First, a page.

"The Act of Congress of March 1, 1913, known as the Webb-Kenyon Act (Act March 1, 1913, c. 90, 37 Stat. 699 [U.S. Comp. St. 1916, sec. 8739]), does not affect the decision of the question; for, while the act does divest intoxicating liquors shipped into a State, in violation of its laws, of their interstate character, and withdraws from them the protection of interstate commerce, it evidently contemplated the violation of only valid State laws. It was not intended to confer, and did not confer, upon any State, the power to make injurious discriminations, * * * nor the power to make unjust discriminations between its own citizens. Substantially the same thing was said in Scott v. Donald, of the Wilson Act (Act August 8, 1890, 26 Stat. 313, c. 728 [U.S. Comp. St. 1916, sec. 8738]), by which Congress made liquors shipped into a State, subject to its laws after the delivery thereof to the consignee. The principle there decided was reaffirmed in Vance v. Vandercook, 170 U.S. 438, 18 Sup. Ct. 674, 42 L.Ed. 1100.

"It follows that the Circuit Court erred in refusing the relief prayed for. It does not follow, however, that the relief prayed for should now be granted further than to require delivery of the second shipment, if it has not already been delivered, because, as has been stated, since the trial in the Court below, the discriminating feature of the State law has been removed by the prohibition of the sale of liquor in the State and the closing of the dispensaries, and, as the law now stands, the obtaining of liquor for personal use is regulated solely by the act of February 20, 1915."

It thus clearly appears that the sale, transportation, and delivery of the beer in question came within the protecting provisions of the Interstate Commerce Law (Act Cong. February 4, 1887, c. 104, 24 Stat. 379), which is paramount to the police power of the State. The rule is thus stated in Brennan v. City of Titusville, 153 U.S. 302, 14 Sup. Ct. 832, 38 L.Ed. 719, and quoted with approval in Crenshaw v. Arkansas, 227 U.S. 389, 33 Sup. Ct. 294, 54 L.Ed. 565:

"Even if it be that we are concluded by the opinion of the Supreme Court of the State that this ordinance was enacted in the exercise of the police power, we are still confronted with the difficult question as to how far an act held to be a police regulation, but which in fact affects interstate commerce, can be sustained. It is undoubtedly true that there are many police regulations, which do affect interstate commerce, but which have been and will be sustained as clearly within the power of the State; but we think it must be considered, in view of a long line of decisions, that it is settled that nothing which is a direct burden upon interstate commerce can be imposed by the State without the assent of Congress, and that the silence of Congress in respect to any matter of interstate commerce is equivalent to a declaration, on its part, that it should be absolutely free."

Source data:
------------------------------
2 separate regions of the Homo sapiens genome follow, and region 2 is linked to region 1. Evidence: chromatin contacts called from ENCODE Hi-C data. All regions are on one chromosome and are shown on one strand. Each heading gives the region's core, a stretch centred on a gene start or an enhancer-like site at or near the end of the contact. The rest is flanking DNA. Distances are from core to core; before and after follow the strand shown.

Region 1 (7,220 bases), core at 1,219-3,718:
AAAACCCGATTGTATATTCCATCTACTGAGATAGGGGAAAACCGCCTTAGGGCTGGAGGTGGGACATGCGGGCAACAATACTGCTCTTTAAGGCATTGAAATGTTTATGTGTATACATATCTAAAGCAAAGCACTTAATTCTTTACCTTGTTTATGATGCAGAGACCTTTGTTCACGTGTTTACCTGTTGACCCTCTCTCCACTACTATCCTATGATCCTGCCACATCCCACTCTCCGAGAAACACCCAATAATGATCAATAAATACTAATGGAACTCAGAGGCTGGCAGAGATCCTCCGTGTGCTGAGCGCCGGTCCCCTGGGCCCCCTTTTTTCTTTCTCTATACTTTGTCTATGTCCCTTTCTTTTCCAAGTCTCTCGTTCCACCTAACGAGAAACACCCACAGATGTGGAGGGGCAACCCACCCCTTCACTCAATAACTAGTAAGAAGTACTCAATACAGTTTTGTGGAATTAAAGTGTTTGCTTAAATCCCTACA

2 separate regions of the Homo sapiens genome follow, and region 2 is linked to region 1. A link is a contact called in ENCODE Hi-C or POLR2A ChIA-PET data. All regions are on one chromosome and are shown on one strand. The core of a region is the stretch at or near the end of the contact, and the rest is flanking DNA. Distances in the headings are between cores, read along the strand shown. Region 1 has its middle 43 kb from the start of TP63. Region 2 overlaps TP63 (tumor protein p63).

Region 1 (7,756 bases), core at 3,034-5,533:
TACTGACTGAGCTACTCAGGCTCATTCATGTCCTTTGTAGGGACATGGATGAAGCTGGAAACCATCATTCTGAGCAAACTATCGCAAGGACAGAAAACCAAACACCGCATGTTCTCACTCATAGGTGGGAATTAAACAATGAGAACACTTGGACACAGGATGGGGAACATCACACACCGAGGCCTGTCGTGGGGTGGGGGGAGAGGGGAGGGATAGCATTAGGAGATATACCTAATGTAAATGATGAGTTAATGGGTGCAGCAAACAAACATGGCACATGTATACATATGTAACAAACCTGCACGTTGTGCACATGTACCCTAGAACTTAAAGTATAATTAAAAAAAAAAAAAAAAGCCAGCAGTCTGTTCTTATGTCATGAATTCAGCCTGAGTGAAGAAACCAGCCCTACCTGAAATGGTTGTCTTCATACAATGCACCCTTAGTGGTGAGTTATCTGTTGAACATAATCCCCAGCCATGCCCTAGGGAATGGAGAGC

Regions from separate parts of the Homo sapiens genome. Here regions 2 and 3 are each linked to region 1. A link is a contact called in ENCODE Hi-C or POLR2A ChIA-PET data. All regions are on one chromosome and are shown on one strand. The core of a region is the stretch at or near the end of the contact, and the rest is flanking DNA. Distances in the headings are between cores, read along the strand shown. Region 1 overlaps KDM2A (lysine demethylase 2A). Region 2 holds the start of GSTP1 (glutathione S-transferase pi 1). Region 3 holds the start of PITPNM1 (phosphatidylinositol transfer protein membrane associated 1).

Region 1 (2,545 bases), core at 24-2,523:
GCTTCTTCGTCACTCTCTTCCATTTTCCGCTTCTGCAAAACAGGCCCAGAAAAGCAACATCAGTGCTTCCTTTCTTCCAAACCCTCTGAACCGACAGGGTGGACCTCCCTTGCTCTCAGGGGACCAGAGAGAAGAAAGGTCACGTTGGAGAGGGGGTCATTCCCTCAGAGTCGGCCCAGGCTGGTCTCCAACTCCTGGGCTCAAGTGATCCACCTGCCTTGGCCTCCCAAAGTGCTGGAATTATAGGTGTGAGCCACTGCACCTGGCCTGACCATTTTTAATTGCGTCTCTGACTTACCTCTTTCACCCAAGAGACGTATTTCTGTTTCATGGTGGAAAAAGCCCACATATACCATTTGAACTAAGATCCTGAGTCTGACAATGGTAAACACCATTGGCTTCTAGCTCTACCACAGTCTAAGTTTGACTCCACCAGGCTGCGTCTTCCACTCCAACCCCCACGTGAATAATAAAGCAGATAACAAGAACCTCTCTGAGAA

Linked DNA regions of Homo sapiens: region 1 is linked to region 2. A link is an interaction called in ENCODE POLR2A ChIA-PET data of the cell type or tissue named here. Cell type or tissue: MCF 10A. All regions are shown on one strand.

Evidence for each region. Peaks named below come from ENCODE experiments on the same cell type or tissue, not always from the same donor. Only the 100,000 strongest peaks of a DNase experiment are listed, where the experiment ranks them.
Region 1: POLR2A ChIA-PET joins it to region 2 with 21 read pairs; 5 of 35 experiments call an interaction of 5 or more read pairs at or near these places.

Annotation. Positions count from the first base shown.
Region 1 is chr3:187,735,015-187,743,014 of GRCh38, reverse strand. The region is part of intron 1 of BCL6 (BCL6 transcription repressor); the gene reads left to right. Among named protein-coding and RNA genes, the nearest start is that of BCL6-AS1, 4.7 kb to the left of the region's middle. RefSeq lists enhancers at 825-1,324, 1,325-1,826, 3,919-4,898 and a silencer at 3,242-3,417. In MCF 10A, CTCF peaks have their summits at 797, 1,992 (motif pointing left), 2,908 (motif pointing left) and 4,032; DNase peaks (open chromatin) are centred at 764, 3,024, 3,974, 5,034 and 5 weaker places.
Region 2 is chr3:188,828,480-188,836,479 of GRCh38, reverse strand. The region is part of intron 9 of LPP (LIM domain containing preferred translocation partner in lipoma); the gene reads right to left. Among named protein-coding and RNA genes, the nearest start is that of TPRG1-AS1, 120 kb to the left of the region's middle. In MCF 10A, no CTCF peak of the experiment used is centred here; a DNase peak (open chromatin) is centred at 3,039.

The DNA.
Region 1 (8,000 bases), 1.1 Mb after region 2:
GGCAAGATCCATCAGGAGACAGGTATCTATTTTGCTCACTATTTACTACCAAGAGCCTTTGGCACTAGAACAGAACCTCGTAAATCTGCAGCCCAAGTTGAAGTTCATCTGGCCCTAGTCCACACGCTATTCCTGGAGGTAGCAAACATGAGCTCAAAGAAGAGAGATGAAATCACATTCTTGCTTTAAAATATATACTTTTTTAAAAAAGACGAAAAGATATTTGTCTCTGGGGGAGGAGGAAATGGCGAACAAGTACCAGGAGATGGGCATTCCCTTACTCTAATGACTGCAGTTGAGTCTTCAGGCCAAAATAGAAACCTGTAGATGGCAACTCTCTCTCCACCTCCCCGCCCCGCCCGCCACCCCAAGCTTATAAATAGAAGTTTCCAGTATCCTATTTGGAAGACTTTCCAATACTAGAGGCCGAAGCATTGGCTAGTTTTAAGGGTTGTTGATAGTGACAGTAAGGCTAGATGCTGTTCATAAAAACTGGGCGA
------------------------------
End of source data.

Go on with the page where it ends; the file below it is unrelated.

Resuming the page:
"Interstate commerce, ordinarily, consists of three elements, to wit: (1) The purchasing of merchandise by a resident of one State, from a resident of another State; (2) the delivery of the articles of commerce; and (3) the transportation thereof. The purchase may be made by the buyer in person, or through a traveling salesman of the nonresident, or by an order sent by the purchaser to the nonresident." State v. Holleyman, 55 S.C. 207, 33 S.E. 366, 45 L.R.A. 567.

After the decision in that case was rendered, an act was passed entitled "An act to declare the soliciting of orders of offer to sell liquors or beverages containing alcohol a misdemeanor, and to provide punishment therefor." Act March 3, 1909 (26 St. at Large, p. 93).

We do not deem it necessary to cite other authorities to sustain the proposition that the sale of a legitimate article of interstate commerce is as much a part thereof as its transportation or delivery.

In the case under consideration, the sale took place before the arrival of the beer at its destination and its delivery to the consignee. We shall not argue the question whether the provisions of section 829 are sufficient to constitute a burden upon interstate commerce, as the only interpretation of which that section is susceptible is that it creates such burden.

The fact that the beer may have been purchased by the defendant for purposes forbidden by the State statute did not destroy the interstate nature of the shipment. The rule is thus stated in Smith v. Lafar, 67 S.C. 491, 46 S.E. 332:

"Liquor purchased in another State, and shipped to the purchaser in this State, is not contraband, being protected as an article of interstate commerce, until it is delivered to the purchaser. Rhodes v. Iowa, 170 U.S. 412 ( 18 Sup. Ct. 664, 42 L.Ed. 1088); State v. Holleyman, 55 S.C. 244, 31 S.E. 622 ( 31 S.E. 362, 33 S.E. 366, 45 L.R.A. 567). The fact that the purchaser to whom it is consigned is engaged in the illicit sale of liquor, and purchases it for the purpose of resale, can make no difference; the liquor is none the less an article of interstate commerce."

The doctrine of comity between the States has no application in determining the question whether a State statute contravenes the Interstate Commerce Law.